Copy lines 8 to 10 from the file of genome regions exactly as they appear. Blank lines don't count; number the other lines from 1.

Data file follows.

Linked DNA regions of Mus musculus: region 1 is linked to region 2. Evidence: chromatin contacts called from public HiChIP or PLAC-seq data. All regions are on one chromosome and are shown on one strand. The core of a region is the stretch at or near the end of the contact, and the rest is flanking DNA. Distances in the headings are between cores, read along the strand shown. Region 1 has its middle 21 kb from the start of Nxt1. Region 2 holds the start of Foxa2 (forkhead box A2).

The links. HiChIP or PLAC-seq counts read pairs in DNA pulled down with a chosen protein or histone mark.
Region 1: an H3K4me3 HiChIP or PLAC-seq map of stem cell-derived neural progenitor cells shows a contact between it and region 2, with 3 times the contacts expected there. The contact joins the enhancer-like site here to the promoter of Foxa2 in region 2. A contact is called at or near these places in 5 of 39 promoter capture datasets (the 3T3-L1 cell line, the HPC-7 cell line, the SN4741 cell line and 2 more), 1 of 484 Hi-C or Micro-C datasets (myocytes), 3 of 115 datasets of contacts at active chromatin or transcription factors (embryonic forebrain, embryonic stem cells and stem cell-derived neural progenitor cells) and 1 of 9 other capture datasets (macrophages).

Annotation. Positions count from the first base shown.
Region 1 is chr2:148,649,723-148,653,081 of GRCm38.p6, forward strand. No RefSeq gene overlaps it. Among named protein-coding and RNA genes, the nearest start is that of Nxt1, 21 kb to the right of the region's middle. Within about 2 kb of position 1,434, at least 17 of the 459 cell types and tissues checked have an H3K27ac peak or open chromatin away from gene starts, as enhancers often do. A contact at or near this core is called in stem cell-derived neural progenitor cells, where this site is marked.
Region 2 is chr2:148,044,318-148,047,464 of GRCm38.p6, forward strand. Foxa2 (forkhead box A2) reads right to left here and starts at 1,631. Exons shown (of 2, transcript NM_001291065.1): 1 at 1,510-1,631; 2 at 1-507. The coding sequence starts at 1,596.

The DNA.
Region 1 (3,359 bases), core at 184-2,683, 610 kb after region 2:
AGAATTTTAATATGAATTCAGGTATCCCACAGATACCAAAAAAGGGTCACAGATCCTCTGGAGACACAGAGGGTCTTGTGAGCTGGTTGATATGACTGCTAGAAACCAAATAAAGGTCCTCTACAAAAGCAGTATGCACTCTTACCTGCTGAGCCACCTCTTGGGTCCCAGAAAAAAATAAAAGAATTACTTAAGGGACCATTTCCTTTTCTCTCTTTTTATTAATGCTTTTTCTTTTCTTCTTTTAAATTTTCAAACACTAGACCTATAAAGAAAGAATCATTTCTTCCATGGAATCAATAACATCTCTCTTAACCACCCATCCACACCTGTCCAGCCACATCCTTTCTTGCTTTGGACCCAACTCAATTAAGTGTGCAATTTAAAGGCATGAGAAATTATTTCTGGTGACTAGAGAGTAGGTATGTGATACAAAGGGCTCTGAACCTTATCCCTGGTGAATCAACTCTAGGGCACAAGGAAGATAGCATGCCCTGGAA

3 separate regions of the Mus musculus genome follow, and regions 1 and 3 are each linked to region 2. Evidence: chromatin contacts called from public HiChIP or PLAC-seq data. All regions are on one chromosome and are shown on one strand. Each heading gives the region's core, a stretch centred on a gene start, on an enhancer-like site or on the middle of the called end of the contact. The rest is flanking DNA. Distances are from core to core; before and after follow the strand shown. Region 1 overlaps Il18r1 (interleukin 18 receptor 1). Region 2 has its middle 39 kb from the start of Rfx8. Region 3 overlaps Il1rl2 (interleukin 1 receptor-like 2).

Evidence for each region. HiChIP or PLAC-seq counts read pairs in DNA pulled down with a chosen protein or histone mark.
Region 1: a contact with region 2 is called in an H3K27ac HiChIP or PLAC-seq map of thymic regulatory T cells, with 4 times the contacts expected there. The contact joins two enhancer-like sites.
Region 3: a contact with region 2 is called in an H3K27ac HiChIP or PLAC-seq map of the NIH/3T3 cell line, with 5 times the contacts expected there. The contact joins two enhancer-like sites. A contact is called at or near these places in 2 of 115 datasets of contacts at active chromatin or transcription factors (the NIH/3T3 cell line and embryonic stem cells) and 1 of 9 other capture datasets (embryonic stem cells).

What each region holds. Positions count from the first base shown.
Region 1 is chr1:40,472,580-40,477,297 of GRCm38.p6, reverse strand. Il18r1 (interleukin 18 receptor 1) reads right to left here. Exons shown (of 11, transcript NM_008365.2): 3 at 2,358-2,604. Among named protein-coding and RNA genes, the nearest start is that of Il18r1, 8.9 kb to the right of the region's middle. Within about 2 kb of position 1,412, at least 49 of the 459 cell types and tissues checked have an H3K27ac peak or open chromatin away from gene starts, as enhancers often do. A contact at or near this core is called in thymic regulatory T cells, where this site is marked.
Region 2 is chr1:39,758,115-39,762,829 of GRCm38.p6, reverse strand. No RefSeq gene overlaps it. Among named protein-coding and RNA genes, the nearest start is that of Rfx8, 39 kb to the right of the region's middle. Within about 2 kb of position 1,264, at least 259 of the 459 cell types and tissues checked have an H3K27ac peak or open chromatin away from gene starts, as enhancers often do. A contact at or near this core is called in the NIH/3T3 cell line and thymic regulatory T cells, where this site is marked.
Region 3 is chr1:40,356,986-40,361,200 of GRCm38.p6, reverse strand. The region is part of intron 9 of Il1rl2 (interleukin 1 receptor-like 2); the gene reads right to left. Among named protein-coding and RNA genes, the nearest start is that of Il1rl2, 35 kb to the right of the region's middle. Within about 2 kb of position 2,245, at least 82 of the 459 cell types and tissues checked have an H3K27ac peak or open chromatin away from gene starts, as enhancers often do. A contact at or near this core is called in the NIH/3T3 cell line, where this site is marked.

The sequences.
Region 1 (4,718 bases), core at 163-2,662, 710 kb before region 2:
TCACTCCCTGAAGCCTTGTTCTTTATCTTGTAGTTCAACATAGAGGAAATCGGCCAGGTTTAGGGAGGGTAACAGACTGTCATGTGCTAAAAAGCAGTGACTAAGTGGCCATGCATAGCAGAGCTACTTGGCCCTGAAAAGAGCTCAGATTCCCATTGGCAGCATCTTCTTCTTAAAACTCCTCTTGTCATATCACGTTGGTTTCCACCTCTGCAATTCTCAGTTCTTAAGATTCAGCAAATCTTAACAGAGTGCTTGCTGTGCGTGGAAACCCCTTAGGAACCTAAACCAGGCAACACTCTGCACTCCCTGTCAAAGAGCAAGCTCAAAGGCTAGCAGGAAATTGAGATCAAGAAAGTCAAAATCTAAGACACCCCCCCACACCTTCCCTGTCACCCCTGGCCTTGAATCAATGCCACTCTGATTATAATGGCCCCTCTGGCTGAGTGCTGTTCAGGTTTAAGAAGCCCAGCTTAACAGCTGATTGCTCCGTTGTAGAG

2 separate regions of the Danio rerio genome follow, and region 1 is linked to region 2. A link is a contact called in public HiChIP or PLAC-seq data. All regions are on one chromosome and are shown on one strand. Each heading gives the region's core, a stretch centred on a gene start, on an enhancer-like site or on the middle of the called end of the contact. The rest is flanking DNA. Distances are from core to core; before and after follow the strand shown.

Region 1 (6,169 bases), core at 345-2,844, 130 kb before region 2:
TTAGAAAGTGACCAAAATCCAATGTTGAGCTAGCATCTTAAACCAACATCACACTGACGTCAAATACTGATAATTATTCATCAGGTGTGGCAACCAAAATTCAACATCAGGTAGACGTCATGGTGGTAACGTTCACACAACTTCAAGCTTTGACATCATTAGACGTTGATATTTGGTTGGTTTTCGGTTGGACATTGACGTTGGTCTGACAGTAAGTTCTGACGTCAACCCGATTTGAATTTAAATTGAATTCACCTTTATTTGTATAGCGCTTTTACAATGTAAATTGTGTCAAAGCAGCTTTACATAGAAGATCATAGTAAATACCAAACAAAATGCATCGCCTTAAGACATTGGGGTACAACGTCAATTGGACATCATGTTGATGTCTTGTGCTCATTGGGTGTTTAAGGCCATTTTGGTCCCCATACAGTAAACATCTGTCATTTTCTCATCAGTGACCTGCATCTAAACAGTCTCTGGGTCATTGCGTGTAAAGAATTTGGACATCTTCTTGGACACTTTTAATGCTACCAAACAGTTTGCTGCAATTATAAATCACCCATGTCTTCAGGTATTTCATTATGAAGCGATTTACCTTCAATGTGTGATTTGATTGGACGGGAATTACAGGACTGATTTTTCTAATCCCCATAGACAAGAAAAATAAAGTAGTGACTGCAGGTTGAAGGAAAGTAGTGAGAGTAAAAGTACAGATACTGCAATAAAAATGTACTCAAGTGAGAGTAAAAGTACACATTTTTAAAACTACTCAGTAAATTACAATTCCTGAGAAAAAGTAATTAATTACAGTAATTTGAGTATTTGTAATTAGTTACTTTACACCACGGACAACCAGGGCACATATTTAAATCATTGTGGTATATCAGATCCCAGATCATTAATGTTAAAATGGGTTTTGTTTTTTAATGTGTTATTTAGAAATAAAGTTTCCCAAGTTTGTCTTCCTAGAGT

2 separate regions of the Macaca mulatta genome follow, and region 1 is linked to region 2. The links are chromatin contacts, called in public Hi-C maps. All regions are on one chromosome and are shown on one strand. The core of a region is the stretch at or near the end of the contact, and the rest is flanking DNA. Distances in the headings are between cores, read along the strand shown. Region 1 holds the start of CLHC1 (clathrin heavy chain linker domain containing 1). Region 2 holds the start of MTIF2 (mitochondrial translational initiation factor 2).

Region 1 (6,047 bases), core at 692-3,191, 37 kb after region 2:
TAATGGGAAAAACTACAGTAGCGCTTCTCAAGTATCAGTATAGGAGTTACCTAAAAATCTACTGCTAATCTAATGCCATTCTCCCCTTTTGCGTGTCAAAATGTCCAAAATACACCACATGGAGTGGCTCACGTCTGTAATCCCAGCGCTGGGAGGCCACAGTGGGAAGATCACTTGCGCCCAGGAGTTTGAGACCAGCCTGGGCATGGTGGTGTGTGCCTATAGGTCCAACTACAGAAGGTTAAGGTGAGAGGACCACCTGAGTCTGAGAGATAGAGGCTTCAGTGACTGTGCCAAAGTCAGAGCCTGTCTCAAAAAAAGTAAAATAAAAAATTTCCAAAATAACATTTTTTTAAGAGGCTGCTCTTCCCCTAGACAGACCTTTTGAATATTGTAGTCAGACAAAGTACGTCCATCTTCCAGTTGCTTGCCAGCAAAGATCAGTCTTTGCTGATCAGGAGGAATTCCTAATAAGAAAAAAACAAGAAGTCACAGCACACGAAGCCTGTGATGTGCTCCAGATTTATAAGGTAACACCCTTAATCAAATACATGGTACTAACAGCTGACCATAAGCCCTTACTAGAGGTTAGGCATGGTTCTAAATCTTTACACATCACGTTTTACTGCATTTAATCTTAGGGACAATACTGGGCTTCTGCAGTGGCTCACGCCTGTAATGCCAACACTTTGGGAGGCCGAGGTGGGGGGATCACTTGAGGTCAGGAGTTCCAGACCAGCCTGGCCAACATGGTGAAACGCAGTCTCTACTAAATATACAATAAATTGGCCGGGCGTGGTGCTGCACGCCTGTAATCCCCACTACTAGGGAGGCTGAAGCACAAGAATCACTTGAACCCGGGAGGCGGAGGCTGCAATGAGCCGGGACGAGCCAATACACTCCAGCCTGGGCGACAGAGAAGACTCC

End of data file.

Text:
Region 1 (3,359 bases), core at 184-2,683, 610 kb after region 2:
AGAATTTTAATATGAATTCAGGTATCCCACAGATACCAAAAAAGGGTCACAGATCCTCTGGAGACACAGAGGGTCTTGTGAGCTGGTTGATATGACTGCTAGAAACCAAATAAAGGTCCTCTACAAAAGCAGTATGCACTCTTACCTGCTGAGCCACCTCTTGGGTCCCAGAAAAAAATAAAAGAATTACTTAAGGGACCATTTCCTTTTCTCTCTTTTTATTAATGCTTTTTCTTTTCTTCTTTTAAATTTTCAAACACTAGACCTATAAAGAAAGAATCATTTCTTCCATGGAATCAATAACATCTCTCTTAACCACCCATCCACACCTGTCCAGCCACATCCTTTCTTGCTTTGGACCCAACTCAATTAAGTGTGCAATTTAAAGGCATGAGAAATTATTTCTGGTGACTAGAGAGTAGGTATGTGATACAAAGGGCTCTGAACCTTATCCCTGGTGAATCAACTCTAGGGCACAAGGAAGATAGCATGCCCTGGAA

3 separate regions of the Mus musculus genome follow, and regions 1 and 3 are each linked to region 2. Evidence: chromatin contacts called from public HiChIP or PLAC-seq data. All regions are on one chromosome and are shown on one strand. Each heading gives the region's core, a stretch centred on a gene start, on an enhancer-like site or on the middle of the called end of the contact. The rest is flanking DNA. Distances are from core to core; before and after follow the strand shown. Region 1 overlaps Il18r1 (interleukin 18 receptor 1). Region 2 has its middle 39 kb from the start of Rfx8. Region 3 overlaps Il1rl2 (interleukin 1 receptor-like 2).